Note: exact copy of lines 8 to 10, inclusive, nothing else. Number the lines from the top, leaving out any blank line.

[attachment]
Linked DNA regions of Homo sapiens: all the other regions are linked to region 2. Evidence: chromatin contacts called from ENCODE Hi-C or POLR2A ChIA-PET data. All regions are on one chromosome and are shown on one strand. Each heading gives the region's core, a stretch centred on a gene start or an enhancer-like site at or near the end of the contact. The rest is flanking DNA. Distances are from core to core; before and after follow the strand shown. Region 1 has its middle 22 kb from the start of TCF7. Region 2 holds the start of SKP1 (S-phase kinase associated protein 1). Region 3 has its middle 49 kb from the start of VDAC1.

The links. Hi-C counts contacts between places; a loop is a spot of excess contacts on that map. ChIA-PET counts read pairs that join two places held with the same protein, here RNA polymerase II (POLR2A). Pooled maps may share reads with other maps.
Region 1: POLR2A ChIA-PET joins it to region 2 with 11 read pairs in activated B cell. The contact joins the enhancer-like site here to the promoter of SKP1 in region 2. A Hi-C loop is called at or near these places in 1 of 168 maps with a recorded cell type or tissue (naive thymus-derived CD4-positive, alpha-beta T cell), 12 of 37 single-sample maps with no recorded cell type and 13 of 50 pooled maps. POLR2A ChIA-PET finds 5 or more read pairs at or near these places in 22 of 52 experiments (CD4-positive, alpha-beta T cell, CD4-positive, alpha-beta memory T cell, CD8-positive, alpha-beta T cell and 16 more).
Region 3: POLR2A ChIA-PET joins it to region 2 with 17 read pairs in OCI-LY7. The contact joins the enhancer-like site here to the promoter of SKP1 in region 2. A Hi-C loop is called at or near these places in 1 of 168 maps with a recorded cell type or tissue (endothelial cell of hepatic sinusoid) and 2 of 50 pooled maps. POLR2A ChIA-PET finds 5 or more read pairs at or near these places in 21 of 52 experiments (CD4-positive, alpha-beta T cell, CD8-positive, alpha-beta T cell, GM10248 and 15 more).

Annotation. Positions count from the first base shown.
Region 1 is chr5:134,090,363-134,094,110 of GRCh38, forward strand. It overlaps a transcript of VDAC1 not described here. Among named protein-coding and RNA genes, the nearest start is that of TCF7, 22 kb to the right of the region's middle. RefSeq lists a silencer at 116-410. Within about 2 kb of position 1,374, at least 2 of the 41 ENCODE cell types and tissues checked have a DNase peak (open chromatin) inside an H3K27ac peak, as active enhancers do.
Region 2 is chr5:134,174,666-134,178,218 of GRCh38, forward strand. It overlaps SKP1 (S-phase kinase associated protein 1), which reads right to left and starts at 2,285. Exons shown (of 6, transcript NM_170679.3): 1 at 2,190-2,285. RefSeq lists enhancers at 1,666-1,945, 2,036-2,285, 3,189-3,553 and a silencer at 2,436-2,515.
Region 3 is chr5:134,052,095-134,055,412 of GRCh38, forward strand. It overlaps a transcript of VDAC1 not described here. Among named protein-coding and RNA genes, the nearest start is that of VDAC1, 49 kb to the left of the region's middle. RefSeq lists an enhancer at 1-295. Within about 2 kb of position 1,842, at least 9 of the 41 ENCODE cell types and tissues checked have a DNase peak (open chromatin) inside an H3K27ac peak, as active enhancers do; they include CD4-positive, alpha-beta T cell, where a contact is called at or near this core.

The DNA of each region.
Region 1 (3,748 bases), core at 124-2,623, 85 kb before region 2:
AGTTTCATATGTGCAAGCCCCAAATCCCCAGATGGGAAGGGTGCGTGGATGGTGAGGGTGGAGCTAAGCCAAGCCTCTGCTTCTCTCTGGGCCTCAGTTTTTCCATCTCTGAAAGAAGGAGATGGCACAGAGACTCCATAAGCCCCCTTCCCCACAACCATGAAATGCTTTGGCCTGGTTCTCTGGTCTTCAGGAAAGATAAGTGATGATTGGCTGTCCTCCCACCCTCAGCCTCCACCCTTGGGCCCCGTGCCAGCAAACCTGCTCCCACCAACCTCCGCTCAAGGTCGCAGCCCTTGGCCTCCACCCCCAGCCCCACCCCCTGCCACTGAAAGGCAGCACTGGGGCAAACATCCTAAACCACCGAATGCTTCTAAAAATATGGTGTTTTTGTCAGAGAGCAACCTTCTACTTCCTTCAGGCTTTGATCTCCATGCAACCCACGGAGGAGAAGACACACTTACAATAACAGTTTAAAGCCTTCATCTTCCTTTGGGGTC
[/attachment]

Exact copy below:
Region 3 is chr5:134,052,095-134,055,412 of GRCh38, forward strand. It overlaps a transcript of VDAC1 not described here. Among named protein-coding and RNA genes, the nearest start is that of VDAC1, 49 kb to the left of the region's middle. RefSeq lists an enhancer at 1-295. Within about 2 kb of position 1,842, at least 9 of the 41 ENCODE cell types and tissues checked have a DNase peak (open chromatin) inside an H3K27ac peak, as active enhancers do; they include CD4-positive, alpha-beta T cell, where a contact is called at or near this core.

The DNA of each region.
Region 1 (3,748 bases), core at 124-2,623, 85 kb before region 2: